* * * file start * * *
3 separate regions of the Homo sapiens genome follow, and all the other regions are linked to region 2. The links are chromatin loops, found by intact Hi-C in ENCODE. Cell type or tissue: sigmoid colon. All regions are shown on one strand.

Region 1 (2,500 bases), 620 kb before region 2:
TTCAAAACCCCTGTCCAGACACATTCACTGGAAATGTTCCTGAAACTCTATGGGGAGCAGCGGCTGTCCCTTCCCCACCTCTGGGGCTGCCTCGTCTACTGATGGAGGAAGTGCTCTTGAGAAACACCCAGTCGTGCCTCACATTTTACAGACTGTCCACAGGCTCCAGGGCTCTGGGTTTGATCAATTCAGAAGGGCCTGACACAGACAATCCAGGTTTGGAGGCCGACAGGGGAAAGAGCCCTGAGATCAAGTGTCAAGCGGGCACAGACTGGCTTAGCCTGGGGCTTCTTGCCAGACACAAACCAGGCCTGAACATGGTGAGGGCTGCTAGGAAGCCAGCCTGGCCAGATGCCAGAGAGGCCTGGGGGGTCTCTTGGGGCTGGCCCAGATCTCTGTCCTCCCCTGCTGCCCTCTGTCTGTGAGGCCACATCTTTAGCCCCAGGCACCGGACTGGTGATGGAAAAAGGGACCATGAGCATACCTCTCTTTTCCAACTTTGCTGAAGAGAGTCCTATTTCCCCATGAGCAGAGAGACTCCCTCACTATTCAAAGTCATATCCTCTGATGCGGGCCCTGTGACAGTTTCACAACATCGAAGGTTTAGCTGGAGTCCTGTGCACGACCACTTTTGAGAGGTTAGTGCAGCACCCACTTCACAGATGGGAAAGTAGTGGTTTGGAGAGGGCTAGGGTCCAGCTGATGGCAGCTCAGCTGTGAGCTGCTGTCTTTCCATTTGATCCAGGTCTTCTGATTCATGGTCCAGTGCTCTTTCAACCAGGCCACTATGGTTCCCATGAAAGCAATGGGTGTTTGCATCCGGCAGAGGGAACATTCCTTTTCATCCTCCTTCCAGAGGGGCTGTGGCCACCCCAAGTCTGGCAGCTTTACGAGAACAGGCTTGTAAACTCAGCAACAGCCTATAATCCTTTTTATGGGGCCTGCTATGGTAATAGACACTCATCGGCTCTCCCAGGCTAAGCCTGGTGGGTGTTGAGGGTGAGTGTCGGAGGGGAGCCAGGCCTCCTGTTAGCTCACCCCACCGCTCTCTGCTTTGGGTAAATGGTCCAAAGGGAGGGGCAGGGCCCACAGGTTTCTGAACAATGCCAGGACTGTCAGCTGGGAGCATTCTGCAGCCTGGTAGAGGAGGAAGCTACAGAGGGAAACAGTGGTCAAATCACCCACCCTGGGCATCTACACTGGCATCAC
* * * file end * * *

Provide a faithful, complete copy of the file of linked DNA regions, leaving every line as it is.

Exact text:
3 separate regions of the Homo sapiens genome follow, and all the other regions are linked to region 2. The links are chromatin loops, found by intact Hi-C in ENCODE. Cell type or tissue: sigmoid colon. All regions are shown on one strand.

Region 1 (2,500 bases), 620 kb before region 2:
TTCAAAACCCCTGTCCAGACACATTCACTGGAAATGTTCCTGAAACTCTATGGGGAGCAGCGGCTGTCCCTTCCCCACCTCTGGGGCTGCCTCGTCTACTGATGGAGGAAGTGCTCTTGAGAAACACCCAGTCGTGCCTCACATTTTACAGACTGTCCACAGGCTCCAGGGCTCTGGGTTTGATCAATTCAGAAGGGCCTGACACAGACAATCCAGGTTTGGAGGCCGACAGGGGAAAGAGCCCTGAGATCAAGTGTCAAGCGGGCACAGACTGGCTTAGCCTGGGGCTTCTTGCCAGACACAAACCAGGCCTGAACATGGTGAGGGCTGCTAGGAAGCCAGCCTGGCCAGATGCCAGAGAGGCCTGGGGGGTCTCTTGGGGCTGGCCCAGATCTCTGTCCTCCCCTGCTGCCCTCTGTCTGTGAGGCCACATCTTTAGCCCCAGGCACCGGACTGGTGATGGAAAAAGGGACCATGAGCATACCTCTCTTTTCCAACTTTGCTGAAGAGAGTCCTATTTCCCCATGAGCAGAGAGACTCCCTCACTATTCAAAGTCATATCCTCTGATGCGGGCCCTGTGACAGTTTCACAACATCGAAGGTTTAGCTGGAGTCCTGTGCACGACCACTTTTGAGAGGTTAGTGCAGCACCCACTTCACAGATGGGAAAGTAGTGGTTTGGAGAGGGCTAGGGTCCAGCTGATGGCAGCTCAGCTGTGAGCTGCTGTCTTTCCATTTGATCCAGGTCTTCTGATTCATGGTCCAGTGCTCTTTCAACCAGGCCACTATGGTTCCCATGAAAGCAATGGGTGTTTGCATCCGGCAGAGGGAACATTCCTTTTCATCCTCCTTCCAGAGGGGCTGTGGCCACCCCAAGTCTGGCAGCTTTACGAGAACAGGCTTGTAAACTCAGCAACAGCCTATAATCCTTTTTATGGGGCCTGCTATGGTAATAGACACTCATCGGCTCTCCCAGGCTAAGCCTGGTGGGTGTTGAGGGTGAGTGTCGGAGGGGAGCCAGGCCTCCTGTTAGCTCACCCCACCGCTCTCTGCTTTGGGTAAATGGTCCAAAGGGAGGGGCAGGGCCCACAGGTTTCTGAACAATGCCAGGACTGTCAGCTGGGAGCATTCTGCAGCCTGGTAGAGGAGGAAGCTACAGAGGGAAACAGTGGTCAAATCACCCACCCTGGGCATCTACACTGGCATCAC